For the past three years, I had a one-hour commute to get to school. Every day, I sat on a crowded, noisy train, staring mindlessly out the window and hoping that the seat next to me would stay empty for just one more stop. Trust me, when you take public transportation as often as I did, podcasts become your best friend.
As much as I loved listening to podcasts though, I never thought I would record one. I mean, I’m no pro: I didn’t follow the latest in Apple news or make YouTube videos. I still don’t. I definitely didn’t know how to edit audio. Don’t tell my podcast partners, but I still really don’t.
But really, I was podcasting already. At their core, podcasts are conversations between friends, and I had plenty of those, albeit unrecorded and unedited. On the train home, I spent almost every afternoon complaining about the awful and slightly inauthentic essays I had to write to apply to college. One ride home was particularly fraught with first world teenage angst. That morning, I had written two scholarship essays: one explaining my longstanding passion for traffic science and another arguing forcefully about the dire need for the metric system. I know, I don’t get it either.
My friends looked at each other. They were a year younger than me, about to go through the random and often contradictory college admissions process, so they asked me questions. I answered them. They asked me more. I answered more. When they asked me a question I didn’t know how to answer, I thought about it, maybe even Googled it. As I tired of my application’s “talking points”, I flipped the tables on them. I asked them what they were thinking — the essays they feared, the missed opportunities they regretted, and the schools they spent every second of every day dreaming about.
We podcasted without knowing anything about audio editing or the minute differences between podcast hosts. We had a conversation because there was a conversation to be had.
The episode numbered one wasn’t our first time talking about college admissions. It was just one more conversation to add to the dozens we already had. This time though, we turned on the mic.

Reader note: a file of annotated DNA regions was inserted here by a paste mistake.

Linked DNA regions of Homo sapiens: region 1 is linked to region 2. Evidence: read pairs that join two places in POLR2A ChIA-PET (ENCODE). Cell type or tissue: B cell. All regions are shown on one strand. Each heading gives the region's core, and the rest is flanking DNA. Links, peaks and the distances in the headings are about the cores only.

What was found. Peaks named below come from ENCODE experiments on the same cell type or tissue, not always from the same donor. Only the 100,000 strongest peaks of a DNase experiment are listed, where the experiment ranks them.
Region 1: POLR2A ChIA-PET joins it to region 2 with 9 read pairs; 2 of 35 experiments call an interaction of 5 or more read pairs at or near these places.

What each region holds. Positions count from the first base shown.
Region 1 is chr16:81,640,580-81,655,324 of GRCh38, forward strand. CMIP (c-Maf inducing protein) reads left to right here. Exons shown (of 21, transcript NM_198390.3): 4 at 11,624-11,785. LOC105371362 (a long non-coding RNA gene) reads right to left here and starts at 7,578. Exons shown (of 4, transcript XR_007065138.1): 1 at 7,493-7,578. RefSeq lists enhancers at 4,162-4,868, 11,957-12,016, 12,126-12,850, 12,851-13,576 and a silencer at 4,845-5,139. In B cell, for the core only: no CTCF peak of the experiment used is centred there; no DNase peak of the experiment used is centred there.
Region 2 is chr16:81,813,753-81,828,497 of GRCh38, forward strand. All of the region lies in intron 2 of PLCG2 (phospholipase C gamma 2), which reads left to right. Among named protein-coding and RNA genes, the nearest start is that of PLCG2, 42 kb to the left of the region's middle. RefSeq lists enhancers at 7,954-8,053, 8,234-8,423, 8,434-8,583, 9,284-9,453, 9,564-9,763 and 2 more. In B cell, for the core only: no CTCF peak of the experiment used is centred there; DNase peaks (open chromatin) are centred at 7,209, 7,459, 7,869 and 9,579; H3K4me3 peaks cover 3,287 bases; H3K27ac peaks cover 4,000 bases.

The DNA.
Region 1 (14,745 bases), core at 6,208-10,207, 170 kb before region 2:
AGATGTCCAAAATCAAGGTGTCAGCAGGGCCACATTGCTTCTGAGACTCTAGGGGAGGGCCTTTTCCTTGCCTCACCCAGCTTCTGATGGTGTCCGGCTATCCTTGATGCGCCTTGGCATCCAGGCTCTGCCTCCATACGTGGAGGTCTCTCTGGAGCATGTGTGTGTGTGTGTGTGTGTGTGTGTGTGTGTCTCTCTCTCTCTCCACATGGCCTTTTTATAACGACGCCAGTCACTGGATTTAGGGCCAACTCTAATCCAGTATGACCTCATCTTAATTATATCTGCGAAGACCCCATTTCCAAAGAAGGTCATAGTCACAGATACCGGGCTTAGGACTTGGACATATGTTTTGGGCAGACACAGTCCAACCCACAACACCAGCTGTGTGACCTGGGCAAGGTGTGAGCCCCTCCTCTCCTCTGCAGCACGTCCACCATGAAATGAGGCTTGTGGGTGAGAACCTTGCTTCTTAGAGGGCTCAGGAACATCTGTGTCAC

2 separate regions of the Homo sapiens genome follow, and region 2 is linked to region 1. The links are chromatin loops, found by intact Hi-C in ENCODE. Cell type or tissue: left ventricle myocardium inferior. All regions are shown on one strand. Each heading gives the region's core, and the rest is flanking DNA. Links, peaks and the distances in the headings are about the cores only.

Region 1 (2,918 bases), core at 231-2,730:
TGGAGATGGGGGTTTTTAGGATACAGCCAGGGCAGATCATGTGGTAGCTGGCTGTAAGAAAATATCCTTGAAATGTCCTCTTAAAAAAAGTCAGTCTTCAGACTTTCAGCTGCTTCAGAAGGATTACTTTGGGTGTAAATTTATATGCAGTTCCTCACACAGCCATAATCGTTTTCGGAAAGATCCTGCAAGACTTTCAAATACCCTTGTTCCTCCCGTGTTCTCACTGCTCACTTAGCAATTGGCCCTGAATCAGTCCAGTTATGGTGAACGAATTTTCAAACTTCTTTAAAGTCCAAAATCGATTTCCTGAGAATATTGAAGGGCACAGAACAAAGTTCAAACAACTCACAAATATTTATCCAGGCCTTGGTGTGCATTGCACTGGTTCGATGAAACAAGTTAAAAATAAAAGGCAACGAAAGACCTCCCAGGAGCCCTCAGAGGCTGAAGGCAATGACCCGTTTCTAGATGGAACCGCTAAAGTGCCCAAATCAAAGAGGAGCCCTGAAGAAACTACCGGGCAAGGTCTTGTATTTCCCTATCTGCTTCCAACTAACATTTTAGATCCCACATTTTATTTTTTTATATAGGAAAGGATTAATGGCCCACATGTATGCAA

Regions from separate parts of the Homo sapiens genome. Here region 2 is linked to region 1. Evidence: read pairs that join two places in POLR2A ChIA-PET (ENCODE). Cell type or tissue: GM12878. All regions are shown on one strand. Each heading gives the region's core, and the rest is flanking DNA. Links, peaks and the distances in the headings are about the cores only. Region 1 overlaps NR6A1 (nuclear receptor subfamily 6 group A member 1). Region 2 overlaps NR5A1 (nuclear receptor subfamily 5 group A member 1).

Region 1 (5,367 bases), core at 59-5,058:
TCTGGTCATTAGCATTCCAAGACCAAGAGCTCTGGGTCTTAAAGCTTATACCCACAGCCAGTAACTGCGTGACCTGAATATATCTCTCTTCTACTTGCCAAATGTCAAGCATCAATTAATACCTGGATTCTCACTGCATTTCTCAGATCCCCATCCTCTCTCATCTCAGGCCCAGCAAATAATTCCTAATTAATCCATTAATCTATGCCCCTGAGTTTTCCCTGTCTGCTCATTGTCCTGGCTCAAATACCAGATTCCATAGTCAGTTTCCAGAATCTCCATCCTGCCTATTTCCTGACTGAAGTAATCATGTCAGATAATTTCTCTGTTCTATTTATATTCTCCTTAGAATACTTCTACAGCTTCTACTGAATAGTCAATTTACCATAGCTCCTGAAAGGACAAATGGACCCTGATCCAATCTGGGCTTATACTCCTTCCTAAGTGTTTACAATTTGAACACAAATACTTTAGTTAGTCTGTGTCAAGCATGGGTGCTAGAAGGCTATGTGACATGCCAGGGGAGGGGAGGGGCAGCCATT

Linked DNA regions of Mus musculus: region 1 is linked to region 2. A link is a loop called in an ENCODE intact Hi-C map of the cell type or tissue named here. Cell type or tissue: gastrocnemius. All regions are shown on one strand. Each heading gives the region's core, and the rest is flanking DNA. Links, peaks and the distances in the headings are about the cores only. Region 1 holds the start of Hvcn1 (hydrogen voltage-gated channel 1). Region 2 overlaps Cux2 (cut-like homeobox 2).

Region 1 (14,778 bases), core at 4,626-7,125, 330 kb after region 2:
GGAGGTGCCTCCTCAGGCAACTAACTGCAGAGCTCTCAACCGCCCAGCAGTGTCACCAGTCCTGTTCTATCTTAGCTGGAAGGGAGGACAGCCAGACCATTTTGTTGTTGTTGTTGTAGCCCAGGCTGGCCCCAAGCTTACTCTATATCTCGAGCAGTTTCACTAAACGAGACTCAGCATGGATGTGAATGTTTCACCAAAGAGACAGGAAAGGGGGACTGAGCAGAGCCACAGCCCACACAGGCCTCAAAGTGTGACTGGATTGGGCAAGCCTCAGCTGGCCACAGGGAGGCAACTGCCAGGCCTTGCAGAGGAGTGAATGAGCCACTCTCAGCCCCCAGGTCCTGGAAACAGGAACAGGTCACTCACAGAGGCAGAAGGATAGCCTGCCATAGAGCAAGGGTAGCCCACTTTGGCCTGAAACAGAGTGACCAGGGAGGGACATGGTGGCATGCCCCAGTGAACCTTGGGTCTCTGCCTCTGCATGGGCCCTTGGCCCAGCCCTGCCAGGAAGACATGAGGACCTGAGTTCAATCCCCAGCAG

The Perfect Imperfect Podcast
Conversations are little like Schrodinger’s Cat. They don’t die when they are recorded but they certainly are changed. At first, when we hit the red circle, I think we felt like we had to sound different — more official, more “pro”. When we said like and sounded like Valley Girls, we stumbled because it didn’t feel right. We all had listened to a bit too much of “This American Life”.
The true form of a podcast is a regular conversation. The best podcast is when the hosts don’t stumble when they use a filler word or when they feel comfortable speaking like they normally would. The podcast shouldn’t be polished to an inch of its life. The podcast should not be perfect because people and conversations are not perfect.
There is, however, a place for a well-drafted, carefully edited, and calmly spoken monologue. Millions tune in to cable news for it because, at times, we all just need the facts given to us. We wouldn’t want Google Maps to stumble before it told us to turn right at the next intersection.
Podcasts are a fundamentally different medium. As well produced as a podcast can be, the listener always is just an observer of a conversation between hosts. Podcasts don’t convey urgent, vital information. If you don’t hear a minute of the Hello Internet podcast, you won’t lose your job; at worst, you’ll miss a joke about the Maryland flag. Podcasts don’t need to be perfect.
In fact, podcasts are better when they are imperfect — the random “ums” and “uhs”, the inside jokes, the funny ways people pronounce words. These allow the listener to relate to the hosts in ways that are impossible in the hyper-sterilized medium of cable TV.
The Paradox of Podcasting
The best podcast is the one that is never recorded: the most real and unvarnished conversation. The first recording is the worst: trying to be scripted with an awful script. Then, as the podcast progresses, episodes try to imitate those initial conversations that happened before a microphone was ever even considered.
Lessons Learned — the Admissions Uncovered Podcast
We the hosts of the Admissions Uncovered podcast — I as a Columbia freshman and my co-hosts as incoming high school seniors — should have already known these lessons. We have been talked to by “pros” all our lives. We have been told to sit down and listen because the adults know better — to eat our vegetables, to get to school on time, to participate in extracurricular activities. These are all good ideas that the Admissions Uncovered podcast will suggest, but too often adults suggest them condescendingly and don’t provide justification. The stereotype of a teacher saying do it because I said so is not just a stereotype: it is a reality.
Our podcast will be different. Every episode, we will share our perspectives on one aspect of this unpredictable process. I’ll share some of the advice I’ve learned as someone who has done it. My co-hosts Dominic and Nhi will share their thoughts on the application process as they go through it. Together, we give each other advice not as condescending authority figures but as peers and friends.
Too often, information rests in the hand of the so-called “experts”. Podcasting democratizes knowledge. People do not need to wait for perfection to share their thoughts. They can jump in now. They can share their thoughts now. They can make mistakes and blunder now because that is what podcasting is all about.